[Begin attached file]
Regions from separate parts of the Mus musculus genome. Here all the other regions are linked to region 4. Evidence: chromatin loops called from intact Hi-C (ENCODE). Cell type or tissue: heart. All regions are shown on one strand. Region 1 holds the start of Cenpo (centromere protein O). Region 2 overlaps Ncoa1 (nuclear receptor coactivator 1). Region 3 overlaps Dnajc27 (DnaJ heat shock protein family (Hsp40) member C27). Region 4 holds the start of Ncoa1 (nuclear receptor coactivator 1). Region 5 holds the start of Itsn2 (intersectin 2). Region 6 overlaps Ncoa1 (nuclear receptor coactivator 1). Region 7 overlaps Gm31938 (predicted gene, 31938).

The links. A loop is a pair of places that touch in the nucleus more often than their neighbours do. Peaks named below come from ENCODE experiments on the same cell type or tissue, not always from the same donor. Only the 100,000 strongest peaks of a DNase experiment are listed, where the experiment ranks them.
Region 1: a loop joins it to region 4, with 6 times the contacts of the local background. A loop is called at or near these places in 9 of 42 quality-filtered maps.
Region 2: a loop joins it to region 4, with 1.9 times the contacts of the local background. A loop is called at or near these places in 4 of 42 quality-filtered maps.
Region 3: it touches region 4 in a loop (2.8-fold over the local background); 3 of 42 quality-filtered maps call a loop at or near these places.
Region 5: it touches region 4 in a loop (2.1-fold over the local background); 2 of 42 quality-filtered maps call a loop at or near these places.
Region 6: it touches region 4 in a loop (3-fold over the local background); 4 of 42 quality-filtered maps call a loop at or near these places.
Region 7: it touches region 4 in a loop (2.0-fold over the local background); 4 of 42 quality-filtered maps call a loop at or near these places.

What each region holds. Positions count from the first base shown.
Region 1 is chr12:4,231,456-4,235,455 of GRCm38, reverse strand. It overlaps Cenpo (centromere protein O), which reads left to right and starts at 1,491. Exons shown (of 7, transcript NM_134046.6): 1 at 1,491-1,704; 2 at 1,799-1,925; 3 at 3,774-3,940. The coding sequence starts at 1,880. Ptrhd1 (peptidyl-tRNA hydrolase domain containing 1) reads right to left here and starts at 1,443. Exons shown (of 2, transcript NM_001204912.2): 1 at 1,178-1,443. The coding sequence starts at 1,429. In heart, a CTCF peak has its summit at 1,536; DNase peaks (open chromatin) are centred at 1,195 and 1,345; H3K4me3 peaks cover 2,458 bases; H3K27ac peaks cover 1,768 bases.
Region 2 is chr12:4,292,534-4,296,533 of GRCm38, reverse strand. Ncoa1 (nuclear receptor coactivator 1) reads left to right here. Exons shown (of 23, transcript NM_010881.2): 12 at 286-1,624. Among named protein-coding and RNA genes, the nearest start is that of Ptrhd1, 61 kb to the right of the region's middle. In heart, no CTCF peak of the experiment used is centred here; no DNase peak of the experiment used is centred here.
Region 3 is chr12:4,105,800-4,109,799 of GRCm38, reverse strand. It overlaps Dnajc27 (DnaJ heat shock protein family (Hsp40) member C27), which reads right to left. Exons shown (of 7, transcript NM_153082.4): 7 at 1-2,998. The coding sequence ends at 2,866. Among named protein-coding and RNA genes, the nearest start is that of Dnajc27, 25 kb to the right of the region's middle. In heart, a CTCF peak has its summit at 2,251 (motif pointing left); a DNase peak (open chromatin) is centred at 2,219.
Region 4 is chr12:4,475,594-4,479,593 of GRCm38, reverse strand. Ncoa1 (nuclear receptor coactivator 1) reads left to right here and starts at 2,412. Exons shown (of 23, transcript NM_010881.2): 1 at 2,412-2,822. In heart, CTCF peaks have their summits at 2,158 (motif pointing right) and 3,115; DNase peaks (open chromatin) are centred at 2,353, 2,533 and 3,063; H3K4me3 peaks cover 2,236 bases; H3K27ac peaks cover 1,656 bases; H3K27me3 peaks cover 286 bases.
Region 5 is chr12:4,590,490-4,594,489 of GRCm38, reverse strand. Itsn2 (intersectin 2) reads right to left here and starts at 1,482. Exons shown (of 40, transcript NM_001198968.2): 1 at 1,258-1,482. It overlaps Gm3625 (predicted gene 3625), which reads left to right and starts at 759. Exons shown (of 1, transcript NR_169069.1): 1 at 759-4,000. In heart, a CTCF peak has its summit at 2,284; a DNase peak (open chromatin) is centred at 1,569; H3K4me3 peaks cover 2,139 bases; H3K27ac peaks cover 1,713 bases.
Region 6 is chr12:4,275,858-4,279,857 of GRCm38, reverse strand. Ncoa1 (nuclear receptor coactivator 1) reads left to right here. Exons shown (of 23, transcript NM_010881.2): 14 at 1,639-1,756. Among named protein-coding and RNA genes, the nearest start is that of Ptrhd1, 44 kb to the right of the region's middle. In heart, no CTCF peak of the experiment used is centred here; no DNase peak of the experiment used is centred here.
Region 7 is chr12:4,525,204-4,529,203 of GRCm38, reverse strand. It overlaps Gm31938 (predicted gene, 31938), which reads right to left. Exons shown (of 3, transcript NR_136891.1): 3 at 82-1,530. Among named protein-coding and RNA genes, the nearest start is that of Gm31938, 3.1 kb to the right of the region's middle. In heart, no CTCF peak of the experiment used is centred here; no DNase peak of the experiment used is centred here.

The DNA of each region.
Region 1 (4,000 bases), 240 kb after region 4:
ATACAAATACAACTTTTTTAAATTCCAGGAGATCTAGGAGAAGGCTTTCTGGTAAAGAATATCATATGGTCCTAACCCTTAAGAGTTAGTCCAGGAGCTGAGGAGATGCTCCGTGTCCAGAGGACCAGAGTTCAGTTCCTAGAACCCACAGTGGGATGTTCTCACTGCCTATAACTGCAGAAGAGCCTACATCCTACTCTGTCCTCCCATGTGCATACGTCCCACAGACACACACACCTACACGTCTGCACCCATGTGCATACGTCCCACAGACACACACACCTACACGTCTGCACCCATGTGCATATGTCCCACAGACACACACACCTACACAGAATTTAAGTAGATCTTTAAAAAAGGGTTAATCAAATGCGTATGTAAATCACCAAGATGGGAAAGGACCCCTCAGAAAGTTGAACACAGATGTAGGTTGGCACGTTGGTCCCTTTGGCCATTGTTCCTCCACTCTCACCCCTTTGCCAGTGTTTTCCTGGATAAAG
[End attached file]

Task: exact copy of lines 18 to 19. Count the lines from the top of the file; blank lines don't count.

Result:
Region 1 (4,000 bases), 240 kb after region 4:
ATACAAATACAACTTTTTTAAATTCCAGGAGATCTAGGAGAAGGCTTTCTGGTAAAGAATATCATATGGTCCTAACCCTTAAGAGTTAGTCCAGGAGCTGAGGAGATGCTCCGTGTCCAGAGGACCAGAGTTCAGTTCCTAGAACCCACAGTGGGATGTTCTCACTGCCTATAACTGCAGAAGAGCCTACATCCTACTCTGTCCTCCCATGTGCATACGTCCCACAGACACACACACCTACACGTCTGCACCCATGTGCATACGTCCCACAGACACACACACCTACACGTCTGCACCCATGTGCATATGTCCCACAGACACACACACCTACACAGAATTTAAGTAGATCTTTAAAAAAGGGTTAATCAAATGCGTATGTAAATCACCAAGATGGGAAAGGACCCCTCAGAAAGTTGAACACAGATGTAGGTTGGCACGTTGGTCCCTTTGGCCATTGTTCCTCCACTCTCACCCCTTTGCCAGTGTTTTCCTGGATAAAG